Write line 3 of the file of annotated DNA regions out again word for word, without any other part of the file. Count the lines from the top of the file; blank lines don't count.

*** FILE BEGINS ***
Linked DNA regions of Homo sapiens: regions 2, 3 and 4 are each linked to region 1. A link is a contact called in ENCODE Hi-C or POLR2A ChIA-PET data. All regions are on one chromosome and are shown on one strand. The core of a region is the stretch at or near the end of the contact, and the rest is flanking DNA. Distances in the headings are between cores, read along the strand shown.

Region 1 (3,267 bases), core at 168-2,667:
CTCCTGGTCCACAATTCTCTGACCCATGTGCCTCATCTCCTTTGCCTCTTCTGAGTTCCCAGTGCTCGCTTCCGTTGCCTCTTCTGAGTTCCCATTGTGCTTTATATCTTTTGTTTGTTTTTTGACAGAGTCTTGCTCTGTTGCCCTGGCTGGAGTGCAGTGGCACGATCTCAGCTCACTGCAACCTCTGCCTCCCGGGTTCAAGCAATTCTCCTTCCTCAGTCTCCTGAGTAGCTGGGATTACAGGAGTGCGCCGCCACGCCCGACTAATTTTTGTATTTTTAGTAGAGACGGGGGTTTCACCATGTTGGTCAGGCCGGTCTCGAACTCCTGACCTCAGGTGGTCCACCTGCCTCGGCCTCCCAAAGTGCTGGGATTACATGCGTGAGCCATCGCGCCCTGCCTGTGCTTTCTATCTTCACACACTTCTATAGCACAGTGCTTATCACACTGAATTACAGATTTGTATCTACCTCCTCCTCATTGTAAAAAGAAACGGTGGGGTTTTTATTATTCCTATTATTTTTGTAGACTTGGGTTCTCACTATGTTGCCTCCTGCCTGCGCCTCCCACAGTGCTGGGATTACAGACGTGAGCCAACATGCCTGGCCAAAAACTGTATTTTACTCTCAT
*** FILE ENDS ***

CTCCTGGTCCACAATTCTCTGACCCATGTGCCTCATCTCCTTTGCCTCTTCTGAGTTCCCAGTGCTCGCTTCCGTTGCCTCTTCTGAGTTCCCATTGTGCTTTATATCTTTTGTTTGTTTTTTGACAGAGTCTTGCTCTGTTGCCCTGGCTGGAGTGCAGTGGCACGATCTCAGCTCACTGCAACCTCTGCCTCCCGGGTTCAAGCAATTCTCCTTCCTCAGTCTCCTGAGTAGCTGGGATTACAGGAGTGCGCCGCCACGCCCGACTAATTTTTGTATTTTTAGTAGAGACGGGGGTTTCACCATGTTGGTCAGGCCGGTCTCGAACTCCTGACCTCAGGTGGTCCACCTGCCTCGGCCTCCCAAAGTGCTGGGATTACATGCGTGAGCCATCGCGCCCTGCCTGTGCTTTCTATCTTCACACACTTCTATAGCACAGTGCTTATCACACTGAATTACAGATTTGTATCTACCTCCTCCTCATTGTAAAAAGAAACGGTGGGGTTTTTATTATTCCTATTATTTTTGTAGACTTGGGTTCTCACTATGTTGCCTCCTGCCTGCGCCTCCCACAGTGCTGGGATTACAGACGTGAGCCAACATGCCTGGCCAAAAACTGTATTTTACTCTCAT